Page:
The expectant waiting of unprogrammed Quakers was one of the things that drew me into the fellowship of Friends eight years ago, and I’m still learning about how local meetings practice it.
George Fox University professor Cherice Bock recently wrote a fascinating blog on the ways that Quakers worship and discern together. Bock is part of Oregon’s Northwest Yearly Meeting, which has been facing some heavy decisions about its membership and hosting no small amount of rancor.
It is so difficult, now, to even imagine trusting others, and in some ways I would like to just give up trusting people altogether. It would be much easier to just become cynical, and to attempt to use political means to manipulate my way in the future.
Much more difficult, however, is remaining vulnerable and open, trusting and hoping, and remaining open to the radical and intense freedom and joy of coming together as a group of Friends to discern together, fully and wholly, unreservedly, bringing our whole selves.
I say it is more difficult, but to me, it is also the only Way worth living… I will live out love. There is no other Way I would wish to go.” —Cherice Bock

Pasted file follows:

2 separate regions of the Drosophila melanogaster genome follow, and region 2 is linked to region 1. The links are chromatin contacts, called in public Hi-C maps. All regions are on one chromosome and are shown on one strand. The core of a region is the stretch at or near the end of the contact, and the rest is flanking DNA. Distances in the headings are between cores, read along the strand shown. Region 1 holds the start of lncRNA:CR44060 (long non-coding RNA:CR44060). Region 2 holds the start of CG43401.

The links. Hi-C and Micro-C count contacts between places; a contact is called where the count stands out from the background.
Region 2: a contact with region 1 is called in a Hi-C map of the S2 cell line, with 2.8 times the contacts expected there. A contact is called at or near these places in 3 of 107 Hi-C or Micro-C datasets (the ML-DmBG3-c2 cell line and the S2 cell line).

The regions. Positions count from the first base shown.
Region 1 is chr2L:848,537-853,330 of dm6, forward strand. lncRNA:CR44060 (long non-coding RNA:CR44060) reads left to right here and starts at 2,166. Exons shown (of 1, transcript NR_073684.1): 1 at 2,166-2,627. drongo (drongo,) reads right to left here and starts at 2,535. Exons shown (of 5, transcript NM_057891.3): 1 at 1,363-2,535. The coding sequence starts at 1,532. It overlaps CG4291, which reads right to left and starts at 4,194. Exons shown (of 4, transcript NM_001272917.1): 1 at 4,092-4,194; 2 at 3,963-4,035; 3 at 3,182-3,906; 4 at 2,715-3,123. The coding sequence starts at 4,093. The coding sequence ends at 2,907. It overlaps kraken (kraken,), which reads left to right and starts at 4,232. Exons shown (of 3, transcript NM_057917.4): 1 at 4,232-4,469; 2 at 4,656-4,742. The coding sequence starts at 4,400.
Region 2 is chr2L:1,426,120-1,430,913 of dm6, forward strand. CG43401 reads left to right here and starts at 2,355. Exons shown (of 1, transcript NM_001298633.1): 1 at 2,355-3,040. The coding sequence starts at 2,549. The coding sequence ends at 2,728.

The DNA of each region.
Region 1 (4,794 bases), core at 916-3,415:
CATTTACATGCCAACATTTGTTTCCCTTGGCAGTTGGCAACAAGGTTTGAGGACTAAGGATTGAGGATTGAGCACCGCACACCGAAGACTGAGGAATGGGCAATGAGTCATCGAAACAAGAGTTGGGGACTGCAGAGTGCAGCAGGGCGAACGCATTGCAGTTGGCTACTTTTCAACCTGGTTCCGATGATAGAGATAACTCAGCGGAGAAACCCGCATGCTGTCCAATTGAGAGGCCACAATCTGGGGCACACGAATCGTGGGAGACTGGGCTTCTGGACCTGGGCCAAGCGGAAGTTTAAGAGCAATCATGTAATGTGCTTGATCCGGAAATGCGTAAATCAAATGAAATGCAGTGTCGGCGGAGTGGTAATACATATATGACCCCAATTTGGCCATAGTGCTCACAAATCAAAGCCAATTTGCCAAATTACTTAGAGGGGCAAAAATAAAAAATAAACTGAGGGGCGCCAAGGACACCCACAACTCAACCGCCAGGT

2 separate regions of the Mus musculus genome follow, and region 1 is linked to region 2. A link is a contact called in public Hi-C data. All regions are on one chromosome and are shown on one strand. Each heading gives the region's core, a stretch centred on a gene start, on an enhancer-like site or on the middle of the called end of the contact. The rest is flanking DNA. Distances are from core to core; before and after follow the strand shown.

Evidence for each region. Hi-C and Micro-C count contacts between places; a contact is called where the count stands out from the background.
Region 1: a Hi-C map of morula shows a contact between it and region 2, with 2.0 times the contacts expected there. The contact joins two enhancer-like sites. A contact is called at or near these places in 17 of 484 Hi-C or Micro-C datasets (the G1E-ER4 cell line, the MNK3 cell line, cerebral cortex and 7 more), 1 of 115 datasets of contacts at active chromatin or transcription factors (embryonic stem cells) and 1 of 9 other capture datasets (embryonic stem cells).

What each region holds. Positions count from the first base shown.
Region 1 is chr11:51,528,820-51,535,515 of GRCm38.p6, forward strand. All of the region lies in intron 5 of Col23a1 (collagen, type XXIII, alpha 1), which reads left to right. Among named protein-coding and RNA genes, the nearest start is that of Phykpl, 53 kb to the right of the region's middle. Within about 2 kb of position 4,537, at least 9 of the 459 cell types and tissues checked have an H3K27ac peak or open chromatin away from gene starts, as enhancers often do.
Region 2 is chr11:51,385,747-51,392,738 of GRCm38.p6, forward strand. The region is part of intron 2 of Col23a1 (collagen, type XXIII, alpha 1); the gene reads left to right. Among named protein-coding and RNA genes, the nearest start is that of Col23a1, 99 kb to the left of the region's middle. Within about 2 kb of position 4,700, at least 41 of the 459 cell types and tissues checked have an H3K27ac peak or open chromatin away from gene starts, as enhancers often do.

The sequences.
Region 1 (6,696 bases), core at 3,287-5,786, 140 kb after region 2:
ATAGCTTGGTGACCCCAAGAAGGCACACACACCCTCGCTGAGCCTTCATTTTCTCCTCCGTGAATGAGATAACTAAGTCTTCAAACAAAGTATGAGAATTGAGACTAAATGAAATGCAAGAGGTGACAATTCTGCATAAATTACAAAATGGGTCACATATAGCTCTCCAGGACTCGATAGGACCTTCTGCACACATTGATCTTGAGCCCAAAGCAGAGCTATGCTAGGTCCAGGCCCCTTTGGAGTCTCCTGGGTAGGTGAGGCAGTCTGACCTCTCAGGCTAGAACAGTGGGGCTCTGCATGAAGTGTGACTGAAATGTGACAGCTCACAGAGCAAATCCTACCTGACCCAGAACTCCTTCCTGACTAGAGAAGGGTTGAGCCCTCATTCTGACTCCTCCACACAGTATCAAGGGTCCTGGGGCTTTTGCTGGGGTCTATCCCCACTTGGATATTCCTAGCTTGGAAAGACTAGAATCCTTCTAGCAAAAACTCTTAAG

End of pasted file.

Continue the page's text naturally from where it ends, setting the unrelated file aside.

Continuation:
The political environment is toxic right now. So is much of Christian culture, and people who work in either space have every good reason to throw up hands and take up a skeptical view of what’s possible among people.
So being part of a community that practices a contrary approach can provide a sanctuary. I still want to be part of groups, religious and non-religious, that treat vulnerability as a collective discipline, not a sign of weakness; that hold humility and learning as ideals to stretch toward and as processes that reform and re-form us as we live them.
What I love about Bock’s post is that it’s clearly influenced by the real life muck of community. She’s not choosing vulnerability in the absence of reasons to close her heart. She’s choosing it despite those reasons, despite those realities.
Sometimes that’s all I need to see: I don’t need guarantees about whether it all works. I just need to see field notes from other people, people I may never meet, people in entirely different contexts from my own: people still deciding to respond to hostility with wholeness and not give up.
Check out Bock’s article on her blog.